I obtained a final dataset of 52 sequences, from 19 countries and 24 host species. The ML tree(Figure 1), showed the seven lineages previously proposed (MacKenzie & Williams, 2009; Mann, McMullen, Swetnam, & Barrett, 2013): Ia(20 sequences), II(9 sequences), IV(6 sequences), Ia2(10 sequences), Ib(2 sequences), Ia3(2 sequences), Ia1(3 sequences).⁠


Figure 1. Phylogeny inferred using a Maximum likelihood analysis of 53 sequences. Numbers correspond to bootstrapping values.

Spatio-temporal structure

Lineages 1a, 1a1-3 contain isolates from Africa, Europe, the Middle East, Russia, and the Americas, and includes isolates from all recent outbreaks. Phylogeny in (Figure 2) shows the spatio-temporal history, in which WNV exists in an endemic cycle for certain areas such as Australia, whereas it is epidemic in Europe, being reintroduced regularly from Africa either directly (in western Europe) or via the Middle East (Pesko & Ebel, 2012). Estimations of the TMRCA of lineages 1a,1-3(Table 1), are supported with the records of outbreaks and introductions for the clade (Amore et al., 2010; Gubler, 2007; Jerzak, Bernard, Kramer, & Ebel, 2005). Significantly, introduction into other geographic areas has occurred on one occasion only in each region, leading to subsequent establishment and expansion of the virus in these areas. WNV was successfully introduced in the Americas in 90's and subsequently became endemic across most temperate regions of North America (Amore et al., 2010; May, Davis, Tesh, & Barrett, 2011).

Lineage II, on the other hand, has been associated with outbreaks of West Nile virus in Western and Eastern Europe, and appears to have established endemic cycles in Spain and Greece (Pesko & Ebel, 2012). The estimated TMRCA (112.2 (1900)) shows the origins of this lineage might be older than reported (Botha et al., 2008). Lineage IV groups numerous isolates made in Russia, first detected in 1988 from a Dermacentor tick, and since isolated from mosquitoes and frogs in 2002 and 2005 in Russia (May et al., 2011). Estimation of TMRCA for this lineage (26.4 (1985)) is consistent to the reported dates of introduction in Western Europe.



Figure 2. WNV Spatio-temporal structural. Topology corresponds to Maximum Credibility Tree (MCC) for all lineages in time. Values in nodes are posterior probabilities. In legend, countries are represented by two capital letters using the  ISO 3166-1 alpha code.


Table 1. Estimation of the TMRCA for each lineage.



Stat Ia Ia2 Ia3 II IV Ia1
TMCRA 89.3 (1922) 74.1 (1938) 42.8 (1970) 112.2 (1900) 26.4 (1985) 74.2 (1937)
95% HPD [69.7,114.5] [32.3, 107.8] [13.4,91.6] [66.5,176.7] [14.1,48.8] [46.1, 107.3]


In general, the phylogeographic structure of the virus was recovered for the sampled lineages, and estimations of the TMCRA were consistent to the reported dates of introductions. Distributions and spatial structure show that several lineages(except Ia1), have been reintroduced to locations of the past. 

Phylogeography

The discrete phylogeography analysis shows major centers of spread of WNV in different regions. The interactive kml file can be found in anexes.  BF>3 support major migration rates between Western Europe and the Middle East, Mediterranean region, and the Americas; and Africa with Western Europe. See anexes for BF information.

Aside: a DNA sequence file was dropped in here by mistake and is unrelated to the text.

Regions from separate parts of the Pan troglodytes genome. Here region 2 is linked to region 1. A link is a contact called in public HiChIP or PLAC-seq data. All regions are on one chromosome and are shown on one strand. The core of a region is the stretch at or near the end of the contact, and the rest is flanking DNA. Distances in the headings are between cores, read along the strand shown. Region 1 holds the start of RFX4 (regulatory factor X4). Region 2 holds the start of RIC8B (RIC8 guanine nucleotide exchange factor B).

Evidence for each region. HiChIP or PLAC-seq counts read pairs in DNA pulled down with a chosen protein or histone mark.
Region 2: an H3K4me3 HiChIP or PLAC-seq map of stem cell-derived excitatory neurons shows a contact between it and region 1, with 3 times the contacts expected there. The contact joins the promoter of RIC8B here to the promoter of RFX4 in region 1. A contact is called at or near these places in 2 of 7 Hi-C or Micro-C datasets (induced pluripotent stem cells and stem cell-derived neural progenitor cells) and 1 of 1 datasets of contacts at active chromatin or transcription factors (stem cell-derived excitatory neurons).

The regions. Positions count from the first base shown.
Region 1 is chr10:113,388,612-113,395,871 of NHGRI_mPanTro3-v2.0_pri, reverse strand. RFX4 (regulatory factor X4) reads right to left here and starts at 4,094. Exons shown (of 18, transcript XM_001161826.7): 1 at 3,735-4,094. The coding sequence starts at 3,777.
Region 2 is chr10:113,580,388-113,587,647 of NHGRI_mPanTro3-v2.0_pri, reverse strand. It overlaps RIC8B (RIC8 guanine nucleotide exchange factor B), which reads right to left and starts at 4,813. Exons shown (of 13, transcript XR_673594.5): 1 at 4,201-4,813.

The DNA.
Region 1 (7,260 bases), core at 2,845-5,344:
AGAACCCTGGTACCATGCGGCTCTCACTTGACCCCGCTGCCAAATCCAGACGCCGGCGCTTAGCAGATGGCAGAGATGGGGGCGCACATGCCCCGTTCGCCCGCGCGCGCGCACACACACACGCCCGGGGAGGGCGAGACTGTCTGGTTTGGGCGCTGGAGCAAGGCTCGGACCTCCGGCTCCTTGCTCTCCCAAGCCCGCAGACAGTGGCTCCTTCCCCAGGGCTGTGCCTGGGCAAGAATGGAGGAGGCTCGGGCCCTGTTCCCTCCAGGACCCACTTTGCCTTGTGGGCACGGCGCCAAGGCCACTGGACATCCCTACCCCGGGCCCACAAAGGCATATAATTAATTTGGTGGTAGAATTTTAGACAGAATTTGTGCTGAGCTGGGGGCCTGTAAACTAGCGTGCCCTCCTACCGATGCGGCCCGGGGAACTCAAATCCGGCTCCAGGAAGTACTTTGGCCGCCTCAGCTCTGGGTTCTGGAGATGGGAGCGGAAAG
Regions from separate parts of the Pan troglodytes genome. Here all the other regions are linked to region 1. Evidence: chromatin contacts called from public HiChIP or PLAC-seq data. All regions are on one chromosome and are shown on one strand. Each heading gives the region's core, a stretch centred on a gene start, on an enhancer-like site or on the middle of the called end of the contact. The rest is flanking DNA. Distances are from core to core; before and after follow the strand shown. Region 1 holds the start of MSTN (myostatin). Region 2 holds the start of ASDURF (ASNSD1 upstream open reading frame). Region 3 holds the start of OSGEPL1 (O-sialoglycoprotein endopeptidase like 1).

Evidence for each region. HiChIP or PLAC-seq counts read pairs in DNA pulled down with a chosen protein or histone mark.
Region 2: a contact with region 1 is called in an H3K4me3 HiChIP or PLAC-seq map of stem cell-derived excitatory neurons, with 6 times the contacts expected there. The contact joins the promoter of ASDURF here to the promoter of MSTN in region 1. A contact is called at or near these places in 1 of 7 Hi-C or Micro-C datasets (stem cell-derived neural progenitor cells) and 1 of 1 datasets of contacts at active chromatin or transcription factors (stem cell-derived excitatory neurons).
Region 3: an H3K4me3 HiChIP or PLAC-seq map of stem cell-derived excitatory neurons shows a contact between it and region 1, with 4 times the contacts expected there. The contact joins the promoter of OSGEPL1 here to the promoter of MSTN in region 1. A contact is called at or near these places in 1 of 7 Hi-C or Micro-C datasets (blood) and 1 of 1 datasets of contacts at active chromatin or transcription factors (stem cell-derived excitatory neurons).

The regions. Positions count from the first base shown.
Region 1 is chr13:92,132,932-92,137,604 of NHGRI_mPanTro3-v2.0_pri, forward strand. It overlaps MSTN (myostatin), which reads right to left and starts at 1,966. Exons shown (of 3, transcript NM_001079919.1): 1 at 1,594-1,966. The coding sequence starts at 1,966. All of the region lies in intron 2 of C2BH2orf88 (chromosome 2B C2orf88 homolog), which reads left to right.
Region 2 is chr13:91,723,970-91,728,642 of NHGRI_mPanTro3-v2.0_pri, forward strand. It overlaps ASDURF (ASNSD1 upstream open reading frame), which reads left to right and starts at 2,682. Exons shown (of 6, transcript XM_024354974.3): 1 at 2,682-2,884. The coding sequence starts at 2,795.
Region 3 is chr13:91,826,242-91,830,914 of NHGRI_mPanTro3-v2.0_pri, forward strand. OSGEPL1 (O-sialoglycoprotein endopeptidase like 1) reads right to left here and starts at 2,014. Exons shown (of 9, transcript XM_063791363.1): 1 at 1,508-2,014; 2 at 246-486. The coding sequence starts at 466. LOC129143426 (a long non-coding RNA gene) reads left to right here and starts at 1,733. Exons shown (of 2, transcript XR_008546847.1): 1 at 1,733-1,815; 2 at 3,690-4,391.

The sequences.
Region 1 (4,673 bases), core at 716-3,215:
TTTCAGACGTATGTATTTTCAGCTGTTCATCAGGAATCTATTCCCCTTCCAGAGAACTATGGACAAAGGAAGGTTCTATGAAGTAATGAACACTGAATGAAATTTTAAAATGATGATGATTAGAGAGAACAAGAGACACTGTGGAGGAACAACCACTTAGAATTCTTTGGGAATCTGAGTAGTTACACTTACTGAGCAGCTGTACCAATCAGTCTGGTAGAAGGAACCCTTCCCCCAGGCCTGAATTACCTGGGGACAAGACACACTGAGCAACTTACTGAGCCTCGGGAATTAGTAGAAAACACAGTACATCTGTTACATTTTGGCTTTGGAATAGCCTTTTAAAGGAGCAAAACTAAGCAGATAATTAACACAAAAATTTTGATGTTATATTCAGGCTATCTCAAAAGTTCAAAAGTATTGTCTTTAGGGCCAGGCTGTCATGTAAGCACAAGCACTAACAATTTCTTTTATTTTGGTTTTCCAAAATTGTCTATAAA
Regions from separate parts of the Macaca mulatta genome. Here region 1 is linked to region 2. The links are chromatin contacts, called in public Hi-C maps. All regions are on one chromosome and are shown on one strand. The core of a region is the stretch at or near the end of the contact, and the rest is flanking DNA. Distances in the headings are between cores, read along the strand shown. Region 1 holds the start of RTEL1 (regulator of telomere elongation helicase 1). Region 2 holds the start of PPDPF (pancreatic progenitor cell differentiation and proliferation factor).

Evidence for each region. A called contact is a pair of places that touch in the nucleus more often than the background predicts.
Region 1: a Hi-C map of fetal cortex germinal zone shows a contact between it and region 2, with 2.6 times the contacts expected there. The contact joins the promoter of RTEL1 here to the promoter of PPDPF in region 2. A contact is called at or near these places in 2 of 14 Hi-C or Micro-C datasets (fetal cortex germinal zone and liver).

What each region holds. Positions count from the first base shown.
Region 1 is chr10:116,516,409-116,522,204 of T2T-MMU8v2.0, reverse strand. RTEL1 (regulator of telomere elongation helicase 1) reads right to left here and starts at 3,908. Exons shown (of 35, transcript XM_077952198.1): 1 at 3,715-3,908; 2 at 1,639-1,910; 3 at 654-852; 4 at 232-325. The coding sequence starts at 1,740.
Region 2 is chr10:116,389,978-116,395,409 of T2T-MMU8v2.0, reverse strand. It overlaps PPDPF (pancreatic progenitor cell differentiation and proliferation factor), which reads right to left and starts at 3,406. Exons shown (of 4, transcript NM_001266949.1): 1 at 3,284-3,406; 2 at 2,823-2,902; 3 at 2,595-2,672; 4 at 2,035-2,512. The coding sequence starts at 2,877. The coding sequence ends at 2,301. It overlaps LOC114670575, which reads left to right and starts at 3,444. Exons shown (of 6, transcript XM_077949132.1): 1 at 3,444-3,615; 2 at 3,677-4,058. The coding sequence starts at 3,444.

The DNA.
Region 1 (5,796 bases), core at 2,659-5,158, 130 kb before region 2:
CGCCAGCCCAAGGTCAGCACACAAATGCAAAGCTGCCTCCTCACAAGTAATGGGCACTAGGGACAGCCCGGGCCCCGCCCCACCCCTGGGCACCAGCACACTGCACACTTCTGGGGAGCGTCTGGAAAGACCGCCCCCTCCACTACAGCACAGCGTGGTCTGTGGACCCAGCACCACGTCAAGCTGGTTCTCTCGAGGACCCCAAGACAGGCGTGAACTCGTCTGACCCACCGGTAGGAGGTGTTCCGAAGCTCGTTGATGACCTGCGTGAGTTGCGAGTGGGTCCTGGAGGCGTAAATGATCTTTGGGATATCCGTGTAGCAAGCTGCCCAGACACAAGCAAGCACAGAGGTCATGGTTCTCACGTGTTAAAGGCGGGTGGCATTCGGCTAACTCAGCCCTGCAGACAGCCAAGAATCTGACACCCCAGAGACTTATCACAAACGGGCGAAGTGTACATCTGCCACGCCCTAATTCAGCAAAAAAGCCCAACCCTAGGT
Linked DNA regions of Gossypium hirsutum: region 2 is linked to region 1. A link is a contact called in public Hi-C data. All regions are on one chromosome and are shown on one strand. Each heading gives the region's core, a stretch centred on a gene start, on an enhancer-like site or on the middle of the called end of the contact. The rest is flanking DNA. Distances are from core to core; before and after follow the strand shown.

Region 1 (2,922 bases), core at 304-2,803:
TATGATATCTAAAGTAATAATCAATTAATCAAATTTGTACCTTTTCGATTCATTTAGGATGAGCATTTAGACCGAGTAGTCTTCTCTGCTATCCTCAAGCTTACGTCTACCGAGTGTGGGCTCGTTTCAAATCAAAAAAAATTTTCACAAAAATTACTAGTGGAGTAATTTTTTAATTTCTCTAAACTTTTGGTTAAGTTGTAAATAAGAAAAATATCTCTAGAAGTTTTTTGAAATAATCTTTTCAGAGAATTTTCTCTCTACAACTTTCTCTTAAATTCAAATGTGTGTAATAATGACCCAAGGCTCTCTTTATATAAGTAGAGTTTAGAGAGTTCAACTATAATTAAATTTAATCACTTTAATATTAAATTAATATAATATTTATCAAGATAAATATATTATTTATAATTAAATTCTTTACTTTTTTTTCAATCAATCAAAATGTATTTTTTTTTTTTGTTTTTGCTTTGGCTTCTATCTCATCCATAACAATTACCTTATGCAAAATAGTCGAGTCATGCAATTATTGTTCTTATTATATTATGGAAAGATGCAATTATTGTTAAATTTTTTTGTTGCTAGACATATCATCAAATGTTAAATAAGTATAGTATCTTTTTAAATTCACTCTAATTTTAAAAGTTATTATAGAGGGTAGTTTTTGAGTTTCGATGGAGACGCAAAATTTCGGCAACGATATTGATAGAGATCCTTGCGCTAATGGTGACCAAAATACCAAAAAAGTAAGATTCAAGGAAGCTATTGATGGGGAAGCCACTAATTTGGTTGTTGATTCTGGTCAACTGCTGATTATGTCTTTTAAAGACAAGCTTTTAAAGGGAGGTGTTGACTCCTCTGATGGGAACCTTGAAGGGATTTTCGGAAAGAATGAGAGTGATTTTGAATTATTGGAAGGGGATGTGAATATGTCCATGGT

Figure 3. Representation of the geographic diffusion process of WNV throughout the time.

Host shift events
Host shift between mosquitoes and other metazoans shapes the phylogenetic structure of each clade (Figure 4). On the other hand, BF analysis indicates the probabilities to migrate from one host onto another, with remarkably strong evidence (BF>3). See anexes.

Figure 4. Phylogeny with Host structure for WNV. Topology corresponds to Maximum Credibility Tree (MCC) for all lineages in time. Values on branches represent the posterior probability. Thickness of branches represents the probability of host shift for each node. Legend names correspond to the abbreviations of species' names.

Conclusions

Host-shift events for the WNV can be observed in the phylogeny. Rates support  shifts from Culex mosquitoes to humans, birds, horses, and Urotaenia fish, with BF values over 5.

Merely good estimations of WNV history can be done from a small dataset, as the one used for this study, when a representative sample is obtained in terms of host species information and spatio-temporal structure. 



Anexes
A1. Phylogenetic signal from the downsampled dataset used to run analysis in this study, corresponding to: A. Envelope gene, B. complete coding sequence.

A2. Datasets used in the study.
A.2.1. Full
A.2.2. Downsampled 1
A.2.3. Downsampled 2

A3. kml file with the visualization of the probable migratory paths of WNV over time.

A4. Bayesian Factors for geographical diffusion rates.

A5. Bayesian Factors for host-shift rates.

A1-A5 can be accessed here
https://www.dropbox.com/sh/7djz0api54h7dnx/AAA-9i0OVWd1UR-q4Eiv8ASIa?dl=0

A6. Host species abbreviations


host host abbreviation
Homo sapiens Hs
Culex annulirostris Ca
Sylvia nisoria Sn
Rousettus leschenaultii Rl
Anopheles maculipennis Am
Mus musculus Mm
Equus caballus Ec
Culex pipiens Cp
Culex univittatus Cu
Dermacentor marginatus Dm
Columba livia Cl
Phalacrocorax carbo Pc
Ochlerotatus sticticus Os
Aedes vexans Av
Culex nigripalpus Cn
Corvus corone Cc
Uranotaenia unguiculata Uu
Culex quinquefasciatus Cq
Mimus polyglottos Mp
Corvus brachyrhynchos Cb
Aquila chrysaetos Ac
Phoenicopterus ruber Pr
Culex tarsalis Ct
Accipiter gentilis Ag